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Workshop on Big Data in India: Benefits, Harms, and Human Rights (Delhi, October 01)
by Vanya Rakesh published Sep 20, 2016 last modified Sep 28, 2016 05:53 AM — filed under: , , , , , , , , , ,
CIS welcomes you to participate in the workshop we are organising on Saturday, October 01 at India Habitat Centre, Delhi, to discuss benefits, harms, and human rights implications of big data technologies, and explore potential research questions. A quick RSVP will be much appreciated.
Located in Internet Governance / Events
Blog Entry Availability and Accessibility of Government Information in Public Domain
by Sunil Abraham published Dec 09, 2014 last modified Dec 30, 2014 01:25 AM — filed under: , , , ,
The information provided on most Government websites such as Acts, notifications, rules, orders, minutes of meetings and consultations, etc. is usually in the form of electronic documents. However, these lack authenticity and accessibility and cannot be (text) searched., This policy brief identifies the problem areas with the current work flow being used to publish documents and proposes suitable modifications to make them easy to locate, authentic and accessible.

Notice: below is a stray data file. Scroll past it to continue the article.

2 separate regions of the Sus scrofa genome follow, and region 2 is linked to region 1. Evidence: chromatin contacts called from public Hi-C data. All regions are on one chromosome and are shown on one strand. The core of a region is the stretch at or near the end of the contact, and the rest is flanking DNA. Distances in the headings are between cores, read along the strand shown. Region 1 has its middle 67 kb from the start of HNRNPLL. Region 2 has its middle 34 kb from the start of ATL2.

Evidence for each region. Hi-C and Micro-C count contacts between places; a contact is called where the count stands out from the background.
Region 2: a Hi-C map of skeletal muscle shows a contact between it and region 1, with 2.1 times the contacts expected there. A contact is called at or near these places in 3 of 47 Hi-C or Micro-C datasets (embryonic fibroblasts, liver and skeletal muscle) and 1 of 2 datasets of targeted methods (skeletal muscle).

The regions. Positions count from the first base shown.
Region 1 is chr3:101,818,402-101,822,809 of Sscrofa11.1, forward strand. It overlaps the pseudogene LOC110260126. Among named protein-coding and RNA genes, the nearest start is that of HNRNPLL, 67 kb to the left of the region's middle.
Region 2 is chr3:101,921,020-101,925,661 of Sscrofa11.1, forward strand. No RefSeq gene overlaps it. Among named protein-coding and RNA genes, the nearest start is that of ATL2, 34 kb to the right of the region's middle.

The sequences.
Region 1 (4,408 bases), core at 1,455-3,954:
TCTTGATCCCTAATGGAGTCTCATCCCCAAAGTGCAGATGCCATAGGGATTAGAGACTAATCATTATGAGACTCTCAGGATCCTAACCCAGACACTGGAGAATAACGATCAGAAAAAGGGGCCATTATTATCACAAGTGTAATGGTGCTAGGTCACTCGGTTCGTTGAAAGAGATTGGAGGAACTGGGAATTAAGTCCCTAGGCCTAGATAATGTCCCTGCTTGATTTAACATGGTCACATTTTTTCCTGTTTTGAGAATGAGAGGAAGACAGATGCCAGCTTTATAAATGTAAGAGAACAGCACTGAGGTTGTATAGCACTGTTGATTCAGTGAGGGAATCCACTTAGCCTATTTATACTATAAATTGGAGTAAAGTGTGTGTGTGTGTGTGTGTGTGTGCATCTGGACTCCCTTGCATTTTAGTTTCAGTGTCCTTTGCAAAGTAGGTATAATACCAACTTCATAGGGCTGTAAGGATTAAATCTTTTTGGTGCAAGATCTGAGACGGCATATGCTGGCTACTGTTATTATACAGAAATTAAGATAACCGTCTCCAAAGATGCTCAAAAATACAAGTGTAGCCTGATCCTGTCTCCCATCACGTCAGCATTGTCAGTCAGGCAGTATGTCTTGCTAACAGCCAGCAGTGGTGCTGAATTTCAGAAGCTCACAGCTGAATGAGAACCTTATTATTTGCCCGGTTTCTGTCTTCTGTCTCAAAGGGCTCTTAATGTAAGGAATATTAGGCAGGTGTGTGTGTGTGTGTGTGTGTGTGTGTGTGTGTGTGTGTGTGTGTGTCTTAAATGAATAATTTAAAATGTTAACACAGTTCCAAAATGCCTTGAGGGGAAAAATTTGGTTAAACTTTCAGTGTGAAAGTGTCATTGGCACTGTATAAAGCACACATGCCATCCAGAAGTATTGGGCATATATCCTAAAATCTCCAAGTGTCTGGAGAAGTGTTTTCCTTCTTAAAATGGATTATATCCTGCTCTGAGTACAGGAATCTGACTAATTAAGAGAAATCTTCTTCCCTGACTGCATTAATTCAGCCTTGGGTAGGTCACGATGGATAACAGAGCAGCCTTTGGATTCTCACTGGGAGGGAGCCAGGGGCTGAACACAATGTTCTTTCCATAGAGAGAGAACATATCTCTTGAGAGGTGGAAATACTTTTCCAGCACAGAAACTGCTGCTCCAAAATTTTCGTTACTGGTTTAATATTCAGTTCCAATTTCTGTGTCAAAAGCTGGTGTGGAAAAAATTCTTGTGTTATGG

Located in Accessibility / Blog
Blog Entry P.P. Sneha - Mapping Digital Humanities in India
by P.P. Sneha published Dec 30, 2016 last modified Dec 31, 2016 05:56 AM — filed under: , , , , , , , , ,
It gives us great pleasure to publish the second title of the CIS Papers series. This report by P.P. Sneha comes out of an extended research project supported by the Kusuma Trust. The study undertook a detailed mapping of digital practices in arts and humanities scholarship, both emerging and established, in India. Beginning with an understanding of Digital Humanities as a 'found term' in the Indian context, the study explores the discussion and debate about the changes in humanities practice, scholarship and pedagogy that have come about with the digital turn. Further it inquires about the spaces and roles of digital technologies in the humanities, and by extension in the arts, media, and creative practice today; transformations in the objects and methods of study and practice in these spaces; and the shifts in the imagination of the ‘digital’ itself, and its linkages with humanities practices.
Located in Papers